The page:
Business Bite #1: Why You Shouldn't be Competing with Other Businesses
This article is the first post of a series of 10 "business bites" where I provide you with business insights from leading entrepreneurs and business people. These articles will be published on a weekly basis and are short and sweet; something to read at the bus stop (perhaps 🤔).
In our first Business Bite, we'll hear from Peter Thiel on his philosophy about competition and what makes a successful business. Content warning: Be prepared to have everything you knew about competition flipped on its head.
Why Competition is Sh^t for Business
Often we are told that competition is good for business and good for the economy because it forces businesses to compete. If businesses are to survive, they are told to "keep up" with others in the market to capture most of the market.
Peter Thiel flips this logic on its head. In his book, Zero to One, Thiel has the following to say about competition:
- The more we compete, the less we gain. Despite capitalism being premised on businesses accumulating capital and resources, competition has the effect of eroding away profits because businesses in competitive markets sell products already in the market, thereby increasing supply to push prices down. My two cents: This erodes profits which gives businesses less resources to use to innovate and deliver more value to the customer.
- Rivalry makes businesses overemphasise and slavishly copy what has worked in the past. Businesses are more concerned about emulating what's already in the market at a lower price rather than building something new and creating more value for the consumer.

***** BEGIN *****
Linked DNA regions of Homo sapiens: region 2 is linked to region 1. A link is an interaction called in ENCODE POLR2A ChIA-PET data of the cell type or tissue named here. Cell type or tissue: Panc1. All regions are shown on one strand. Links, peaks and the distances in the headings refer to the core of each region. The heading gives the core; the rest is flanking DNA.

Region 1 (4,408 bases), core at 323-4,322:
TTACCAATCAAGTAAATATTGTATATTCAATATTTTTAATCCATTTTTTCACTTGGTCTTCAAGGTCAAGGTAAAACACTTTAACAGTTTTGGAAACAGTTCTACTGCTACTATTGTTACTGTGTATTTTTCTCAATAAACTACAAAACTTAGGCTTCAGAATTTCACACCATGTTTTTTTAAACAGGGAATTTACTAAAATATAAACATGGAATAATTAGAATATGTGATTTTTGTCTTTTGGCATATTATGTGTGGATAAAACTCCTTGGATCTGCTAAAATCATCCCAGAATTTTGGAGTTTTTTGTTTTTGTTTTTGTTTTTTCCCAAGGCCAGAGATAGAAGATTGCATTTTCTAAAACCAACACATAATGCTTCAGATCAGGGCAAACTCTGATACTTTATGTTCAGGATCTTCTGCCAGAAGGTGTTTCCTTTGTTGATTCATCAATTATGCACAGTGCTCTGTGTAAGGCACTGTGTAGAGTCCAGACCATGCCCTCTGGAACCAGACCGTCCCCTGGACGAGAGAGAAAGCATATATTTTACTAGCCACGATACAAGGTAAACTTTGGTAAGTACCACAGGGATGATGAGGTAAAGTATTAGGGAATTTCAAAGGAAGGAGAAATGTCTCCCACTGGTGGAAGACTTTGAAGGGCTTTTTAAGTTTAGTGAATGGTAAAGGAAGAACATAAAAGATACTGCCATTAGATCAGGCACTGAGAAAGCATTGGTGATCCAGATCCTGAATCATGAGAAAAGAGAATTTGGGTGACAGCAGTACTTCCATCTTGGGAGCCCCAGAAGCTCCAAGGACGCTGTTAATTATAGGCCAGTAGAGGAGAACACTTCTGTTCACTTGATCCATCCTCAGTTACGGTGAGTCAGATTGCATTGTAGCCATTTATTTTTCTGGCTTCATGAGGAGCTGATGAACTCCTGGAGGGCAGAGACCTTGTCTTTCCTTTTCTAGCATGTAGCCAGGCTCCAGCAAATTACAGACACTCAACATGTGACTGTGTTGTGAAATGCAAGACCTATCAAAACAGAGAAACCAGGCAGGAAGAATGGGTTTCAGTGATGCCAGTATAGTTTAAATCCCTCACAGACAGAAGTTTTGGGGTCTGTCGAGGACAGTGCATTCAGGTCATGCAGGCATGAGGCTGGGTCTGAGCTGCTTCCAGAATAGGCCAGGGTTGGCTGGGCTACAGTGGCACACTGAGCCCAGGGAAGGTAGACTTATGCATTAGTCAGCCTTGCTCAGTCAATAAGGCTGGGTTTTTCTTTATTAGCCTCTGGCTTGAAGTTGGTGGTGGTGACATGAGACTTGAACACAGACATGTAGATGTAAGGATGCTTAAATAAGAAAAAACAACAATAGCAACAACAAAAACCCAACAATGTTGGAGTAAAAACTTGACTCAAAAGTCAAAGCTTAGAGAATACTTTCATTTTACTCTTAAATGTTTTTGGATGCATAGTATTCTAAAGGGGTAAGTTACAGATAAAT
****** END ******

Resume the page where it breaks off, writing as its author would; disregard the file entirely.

In fact, Thiel correctly highlights that the companies who have delivered the most value to the consumer are monopolies who have built something new and undifferentiated. Put differently, think about the valuable company that nobody is building.
Thiel goes on:
- Monopolists give customers more choices by adding entirely new categories of abundance to the world. One example: Google. Another example: Apple. Yet another example: Facebook (now Meta). The trend: Each of these companies built where no one else was building and absolutely killed it.
- Rather than waging war on each other, monopolists have the space to innovate. Competition forces you to focus on what the other competitor is doing rather than running your own race.
So back to my question, "is competition good for business?" The answer is hell no - Not if you want to create lasting value and endure in the market.
This entire article could be summarised by the following quote from Thiel in the same book:
All happy companies are different: each one earns a monopoly by solving a unique problem. All failed companies are the same: they failed to escape the competition.